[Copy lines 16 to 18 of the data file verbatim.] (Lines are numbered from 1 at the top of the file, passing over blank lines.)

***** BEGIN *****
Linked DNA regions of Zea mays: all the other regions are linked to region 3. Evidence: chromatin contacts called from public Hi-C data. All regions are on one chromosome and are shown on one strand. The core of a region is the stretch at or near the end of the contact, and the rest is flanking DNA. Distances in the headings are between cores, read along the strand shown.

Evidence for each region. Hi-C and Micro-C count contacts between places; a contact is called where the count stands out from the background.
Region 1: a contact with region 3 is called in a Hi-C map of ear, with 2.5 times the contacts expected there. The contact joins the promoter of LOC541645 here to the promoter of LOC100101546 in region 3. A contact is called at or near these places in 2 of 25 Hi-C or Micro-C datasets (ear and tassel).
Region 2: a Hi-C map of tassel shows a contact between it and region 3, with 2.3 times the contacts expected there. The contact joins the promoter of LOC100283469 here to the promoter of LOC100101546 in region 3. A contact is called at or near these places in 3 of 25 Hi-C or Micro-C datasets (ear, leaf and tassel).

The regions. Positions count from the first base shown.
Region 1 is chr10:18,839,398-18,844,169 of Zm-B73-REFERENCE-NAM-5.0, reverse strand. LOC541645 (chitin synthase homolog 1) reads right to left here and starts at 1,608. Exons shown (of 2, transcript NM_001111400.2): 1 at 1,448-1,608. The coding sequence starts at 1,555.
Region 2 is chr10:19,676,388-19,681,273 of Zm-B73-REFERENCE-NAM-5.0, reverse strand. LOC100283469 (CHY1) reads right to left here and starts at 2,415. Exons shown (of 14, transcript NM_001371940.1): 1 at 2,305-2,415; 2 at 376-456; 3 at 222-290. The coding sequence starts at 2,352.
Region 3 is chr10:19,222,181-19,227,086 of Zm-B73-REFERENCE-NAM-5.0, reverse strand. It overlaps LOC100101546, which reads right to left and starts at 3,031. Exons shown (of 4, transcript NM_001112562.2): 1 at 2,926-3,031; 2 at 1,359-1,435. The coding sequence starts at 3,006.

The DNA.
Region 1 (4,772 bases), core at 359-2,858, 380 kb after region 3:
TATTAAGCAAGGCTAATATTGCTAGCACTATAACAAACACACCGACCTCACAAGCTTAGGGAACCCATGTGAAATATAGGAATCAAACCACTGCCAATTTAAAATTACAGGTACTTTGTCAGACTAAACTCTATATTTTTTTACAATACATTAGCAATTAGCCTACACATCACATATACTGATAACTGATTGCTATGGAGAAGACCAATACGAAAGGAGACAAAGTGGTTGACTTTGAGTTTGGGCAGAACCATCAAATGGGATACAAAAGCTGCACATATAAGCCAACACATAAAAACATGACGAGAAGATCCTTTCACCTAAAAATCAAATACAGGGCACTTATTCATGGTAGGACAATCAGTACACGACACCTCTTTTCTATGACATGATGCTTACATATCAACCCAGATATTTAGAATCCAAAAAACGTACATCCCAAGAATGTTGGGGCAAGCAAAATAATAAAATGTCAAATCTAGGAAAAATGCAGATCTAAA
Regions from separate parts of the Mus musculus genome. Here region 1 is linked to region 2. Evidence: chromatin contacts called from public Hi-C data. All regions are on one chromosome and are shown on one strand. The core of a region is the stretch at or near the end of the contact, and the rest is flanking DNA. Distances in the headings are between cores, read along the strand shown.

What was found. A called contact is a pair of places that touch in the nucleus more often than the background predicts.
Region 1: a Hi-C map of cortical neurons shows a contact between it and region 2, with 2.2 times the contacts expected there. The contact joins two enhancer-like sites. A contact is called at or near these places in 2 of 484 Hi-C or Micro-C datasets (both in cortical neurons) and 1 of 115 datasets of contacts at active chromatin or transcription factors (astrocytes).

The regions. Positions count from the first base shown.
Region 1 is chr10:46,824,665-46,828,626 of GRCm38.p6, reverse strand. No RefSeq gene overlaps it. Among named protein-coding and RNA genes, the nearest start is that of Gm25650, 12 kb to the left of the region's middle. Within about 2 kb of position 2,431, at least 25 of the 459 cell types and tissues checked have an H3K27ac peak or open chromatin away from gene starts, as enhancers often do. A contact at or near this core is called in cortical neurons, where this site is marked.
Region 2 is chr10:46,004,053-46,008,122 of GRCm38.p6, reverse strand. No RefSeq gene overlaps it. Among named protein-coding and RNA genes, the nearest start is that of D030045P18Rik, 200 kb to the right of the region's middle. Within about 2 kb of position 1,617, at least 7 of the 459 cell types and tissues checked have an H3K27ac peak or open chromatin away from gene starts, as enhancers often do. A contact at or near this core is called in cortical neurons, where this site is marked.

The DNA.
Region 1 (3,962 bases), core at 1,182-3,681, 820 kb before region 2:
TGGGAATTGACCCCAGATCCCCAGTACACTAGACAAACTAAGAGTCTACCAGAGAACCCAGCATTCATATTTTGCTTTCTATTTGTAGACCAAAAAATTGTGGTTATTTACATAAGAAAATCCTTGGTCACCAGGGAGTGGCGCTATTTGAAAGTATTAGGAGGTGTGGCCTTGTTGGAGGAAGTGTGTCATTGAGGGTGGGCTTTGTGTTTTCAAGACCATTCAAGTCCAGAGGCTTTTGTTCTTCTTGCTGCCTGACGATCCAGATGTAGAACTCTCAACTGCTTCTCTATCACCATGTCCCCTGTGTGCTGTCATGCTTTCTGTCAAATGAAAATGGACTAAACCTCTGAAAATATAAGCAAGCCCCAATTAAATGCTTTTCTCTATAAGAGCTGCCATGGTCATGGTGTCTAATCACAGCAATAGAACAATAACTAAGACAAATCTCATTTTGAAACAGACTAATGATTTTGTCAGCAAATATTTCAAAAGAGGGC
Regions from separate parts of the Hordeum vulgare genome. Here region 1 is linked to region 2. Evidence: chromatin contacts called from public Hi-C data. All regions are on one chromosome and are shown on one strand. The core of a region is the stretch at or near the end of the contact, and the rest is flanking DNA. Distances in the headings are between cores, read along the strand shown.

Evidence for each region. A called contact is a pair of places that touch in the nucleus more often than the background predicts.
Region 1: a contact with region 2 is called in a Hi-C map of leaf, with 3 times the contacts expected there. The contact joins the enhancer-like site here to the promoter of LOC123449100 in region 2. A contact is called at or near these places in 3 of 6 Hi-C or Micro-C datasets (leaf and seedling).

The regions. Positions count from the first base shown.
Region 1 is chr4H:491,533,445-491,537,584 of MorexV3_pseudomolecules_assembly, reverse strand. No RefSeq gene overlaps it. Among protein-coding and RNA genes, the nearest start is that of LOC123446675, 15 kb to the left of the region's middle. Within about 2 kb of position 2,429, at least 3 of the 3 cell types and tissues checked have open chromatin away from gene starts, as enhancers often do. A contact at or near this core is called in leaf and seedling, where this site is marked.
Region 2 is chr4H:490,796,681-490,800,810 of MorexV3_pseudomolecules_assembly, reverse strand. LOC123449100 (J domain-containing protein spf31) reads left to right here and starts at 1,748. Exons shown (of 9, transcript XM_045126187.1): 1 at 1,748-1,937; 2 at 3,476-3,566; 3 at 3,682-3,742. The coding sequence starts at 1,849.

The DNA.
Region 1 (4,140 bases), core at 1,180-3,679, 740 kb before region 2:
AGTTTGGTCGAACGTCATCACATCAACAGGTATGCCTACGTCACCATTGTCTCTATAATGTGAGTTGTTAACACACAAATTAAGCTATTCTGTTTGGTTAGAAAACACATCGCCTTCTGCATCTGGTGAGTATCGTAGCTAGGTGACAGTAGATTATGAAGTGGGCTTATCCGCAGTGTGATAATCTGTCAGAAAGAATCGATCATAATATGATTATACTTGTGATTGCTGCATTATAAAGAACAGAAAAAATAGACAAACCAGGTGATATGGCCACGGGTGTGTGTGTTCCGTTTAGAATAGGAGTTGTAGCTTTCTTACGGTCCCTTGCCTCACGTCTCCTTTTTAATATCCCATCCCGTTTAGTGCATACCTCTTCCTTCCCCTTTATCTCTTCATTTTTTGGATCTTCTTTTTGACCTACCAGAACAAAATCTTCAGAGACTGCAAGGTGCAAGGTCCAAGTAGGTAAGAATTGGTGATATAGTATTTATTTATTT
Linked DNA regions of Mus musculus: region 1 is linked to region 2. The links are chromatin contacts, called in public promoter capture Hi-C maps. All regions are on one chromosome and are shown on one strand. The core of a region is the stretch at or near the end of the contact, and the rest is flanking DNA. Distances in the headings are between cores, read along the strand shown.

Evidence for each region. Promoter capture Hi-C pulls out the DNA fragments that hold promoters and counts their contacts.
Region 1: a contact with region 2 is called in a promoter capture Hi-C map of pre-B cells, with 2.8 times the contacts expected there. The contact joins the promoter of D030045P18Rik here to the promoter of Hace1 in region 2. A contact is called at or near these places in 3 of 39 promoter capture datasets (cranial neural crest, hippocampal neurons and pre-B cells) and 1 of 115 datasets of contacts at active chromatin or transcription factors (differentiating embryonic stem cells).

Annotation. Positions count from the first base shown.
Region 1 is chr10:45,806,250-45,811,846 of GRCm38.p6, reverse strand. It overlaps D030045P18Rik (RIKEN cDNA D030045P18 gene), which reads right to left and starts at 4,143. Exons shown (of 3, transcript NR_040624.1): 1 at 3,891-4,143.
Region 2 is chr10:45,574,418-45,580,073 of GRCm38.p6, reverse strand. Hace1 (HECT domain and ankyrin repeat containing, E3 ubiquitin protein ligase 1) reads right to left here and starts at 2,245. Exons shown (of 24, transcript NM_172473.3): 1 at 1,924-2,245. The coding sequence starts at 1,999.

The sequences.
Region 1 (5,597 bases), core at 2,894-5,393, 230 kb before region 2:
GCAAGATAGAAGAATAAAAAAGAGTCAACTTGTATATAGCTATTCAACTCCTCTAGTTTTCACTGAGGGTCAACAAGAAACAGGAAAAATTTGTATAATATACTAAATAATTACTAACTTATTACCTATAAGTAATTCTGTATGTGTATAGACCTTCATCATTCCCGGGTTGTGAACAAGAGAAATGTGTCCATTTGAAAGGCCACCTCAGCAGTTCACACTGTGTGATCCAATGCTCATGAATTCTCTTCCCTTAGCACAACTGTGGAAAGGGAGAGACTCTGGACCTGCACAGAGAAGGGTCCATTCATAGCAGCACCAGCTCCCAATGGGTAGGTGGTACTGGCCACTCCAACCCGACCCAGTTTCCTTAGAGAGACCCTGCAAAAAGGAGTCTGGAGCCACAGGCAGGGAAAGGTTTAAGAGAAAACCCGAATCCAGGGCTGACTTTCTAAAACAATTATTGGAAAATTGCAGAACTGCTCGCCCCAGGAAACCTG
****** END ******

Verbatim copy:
Region 1 is chr10:46,824,665-46,828,626 of GRCm38.p6, reverse strand. No RefSeq gene overlaps it. Among named protein-coding and RNA genes, the nearest start is that of Gm25650, 12 kb to the left of the region's middle. Within about 2 kb of position 2,431, at least 25 of the 459 cell types and tissues checked have an H3K27ac peak or open chromatin away from gene starts, as enhancers often do. A contact at or near this core is called in cortical neurons, where this site is marked.
Region 2 is chr10:46,004,053-46,008,122 of GRCm38.p6, reverse strand. No RefSeq gene overlaps it. Among named protein-coding and RNA genes, the nearest start is that of D030045P18Rik, 200 kb to the right of the region's middle. Within about 2 kb of position 1,617, at least 7 of the 459 cell types and tissues checked have an H3K27ac peak or open chromatin away from gene starts, as enhancers often do. A contact at or near this core is called in cortical neurons, where this site is marked.

The DNA.